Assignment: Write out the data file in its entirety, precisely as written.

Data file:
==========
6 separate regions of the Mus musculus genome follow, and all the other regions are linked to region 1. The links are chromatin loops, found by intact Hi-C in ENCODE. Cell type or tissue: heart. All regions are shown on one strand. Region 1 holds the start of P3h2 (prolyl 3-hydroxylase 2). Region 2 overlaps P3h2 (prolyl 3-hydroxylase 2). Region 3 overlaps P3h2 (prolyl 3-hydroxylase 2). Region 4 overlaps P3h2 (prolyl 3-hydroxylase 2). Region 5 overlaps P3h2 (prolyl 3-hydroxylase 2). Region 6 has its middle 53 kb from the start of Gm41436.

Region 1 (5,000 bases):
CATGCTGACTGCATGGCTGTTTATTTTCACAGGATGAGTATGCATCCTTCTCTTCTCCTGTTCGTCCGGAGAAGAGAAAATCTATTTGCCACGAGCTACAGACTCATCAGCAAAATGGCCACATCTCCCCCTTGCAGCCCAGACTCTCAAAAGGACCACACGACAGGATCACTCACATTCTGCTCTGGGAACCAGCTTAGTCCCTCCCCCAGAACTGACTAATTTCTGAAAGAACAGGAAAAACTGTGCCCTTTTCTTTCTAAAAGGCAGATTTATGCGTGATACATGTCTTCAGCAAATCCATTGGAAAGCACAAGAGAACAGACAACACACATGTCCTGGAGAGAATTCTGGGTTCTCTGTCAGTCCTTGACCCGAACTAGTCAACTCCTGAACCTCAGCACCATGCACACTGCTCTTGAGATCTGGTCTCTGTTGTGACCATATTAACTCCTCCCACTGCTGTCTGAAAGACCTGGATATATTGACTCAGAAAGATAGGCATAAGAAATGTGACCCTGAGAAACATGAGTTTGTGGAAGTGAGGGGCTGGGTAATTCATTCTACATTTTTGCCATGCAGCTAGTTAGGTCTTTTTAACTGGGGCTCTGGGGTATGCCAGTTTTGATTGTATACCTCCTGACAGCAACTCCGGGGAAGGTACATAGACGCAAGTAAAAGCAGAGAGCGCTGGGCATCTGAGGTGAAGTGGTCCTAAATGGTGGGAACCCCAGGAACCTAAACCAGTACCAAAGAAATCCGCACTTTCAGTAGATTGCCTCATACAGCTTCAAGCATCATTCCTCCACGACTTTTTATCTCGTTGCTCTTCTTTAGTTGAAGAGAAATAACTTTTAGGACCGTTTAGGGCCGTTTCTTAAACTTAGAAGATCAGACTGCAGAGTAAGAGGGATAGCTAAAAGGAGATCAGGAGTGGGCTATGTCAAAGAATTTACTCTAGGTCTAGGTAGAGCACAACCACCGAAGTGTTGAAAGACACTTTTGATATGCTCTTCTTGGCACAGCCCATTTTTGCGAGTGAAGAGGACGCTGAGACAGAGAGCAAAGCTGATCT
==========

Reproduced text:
6 separate regions of the Mus musculus genome follow, and all the other regions are linked to region 1. The links are chromatin loops, found by intact Hi-C in ENCODE. Cell type or tissue: heart. All regions are shown on one strand. Region 1 holds the start of P3h2 (prolyl 3-hydroxylase 2). Region 2 overlaps P3h2 (prolyl 3-hydroxylase 2). Region 3 overlaps P3h2 (prolyl 3-hydroxylase 2). Region 4 overlaps P3h2 (prolyl 3-hydroxylase 2). Region 5 overlaps P3h2 (prolyl 3-hydroxylase 2). Region 6 has its middle 53 kb from the start of Gm41436.

Region 1 (5,000 bases):
CATGCTGACTGCATGGCTGTTTATTTTCACAGGATGAGTATGCATCCTTCTCTTCTCCTGTTCGTCCGGAGAAGAGAAAATCTATTTGCCACGAGCTACAGACTCATCAGCAAAATGGCCACATCTCCCCCTTGCAGCCCAGACTCTCAAAAGGACCACACGACAGGATCACTCACATTCTGCTCTGGGAACCAGCTTAGTCCCTCCCCCAGAACTGACTAATTTCTGAAAGAACAGGAAAAACTGTGCCCTTTTCTTTCTAAAAGGCAGATTTATGCGTGATACATGTCTTCAGCAAATCCATTGGAAAGCACAAGAGAACAGACAACACACATGTCCTGGAGAGAATTCTGGGTTCTCTGTCAGTCCTTGACCCGAACTAGTCAACTCCTGAACCTCAGCACCATGCACACTGCTCTTGAGATCTGGTCTCTGTTGTGACCATATTAACTCCTCCCACTGCTGTCTGAAAGACCTGGATATATTGACTCAGAAAGATAGGCATAAGAAATGTGACCCTGAGAAACATGAGTTTGTGGAAGTGAGGGGCTGGGTAATTCATTCTACATTTTTGCCATGCAGCTAGTTAGGTCTTTTTAACTGGGGCTCTGGGGTATGCCAGTTTTGATTGTATACCTCCTGACAGCAACTCCGGGGAAGGTACATAGACGCAAGTAAAAGCAGAGAGCGCTGGGCATCTGAGGTGAAGTGGTCCTAAATGGTGGGAACCCCAGGAACCTAAACCAGTACCAAAGAAATCCGCACTTTCAGTAGATTGCCTCATACAGCTTCAAGCATCATTCCTCCACGACTTTTTATCTCGTTGCTCTTCTTTAGTTGAAGAGAAATAACTTTTAGGACCGTTTAGGGCCGTTTCTTAAACTTAGAAGATCAGACTGCAGAGTAAGAGGGATAGCTAAAAGGAGATCAGGAGTGGGCTATGTCAAAGAATTTACTCTAGGTCTAGGTAGAGCACAACCACCGAAGTGTTGAAAGACACTTTTGATATGCTCTTCTTGGCACAGCCCATTTTTGCGAGTGAAGAGGACGCTGAGACAGAGAGCAAAGCTGATCT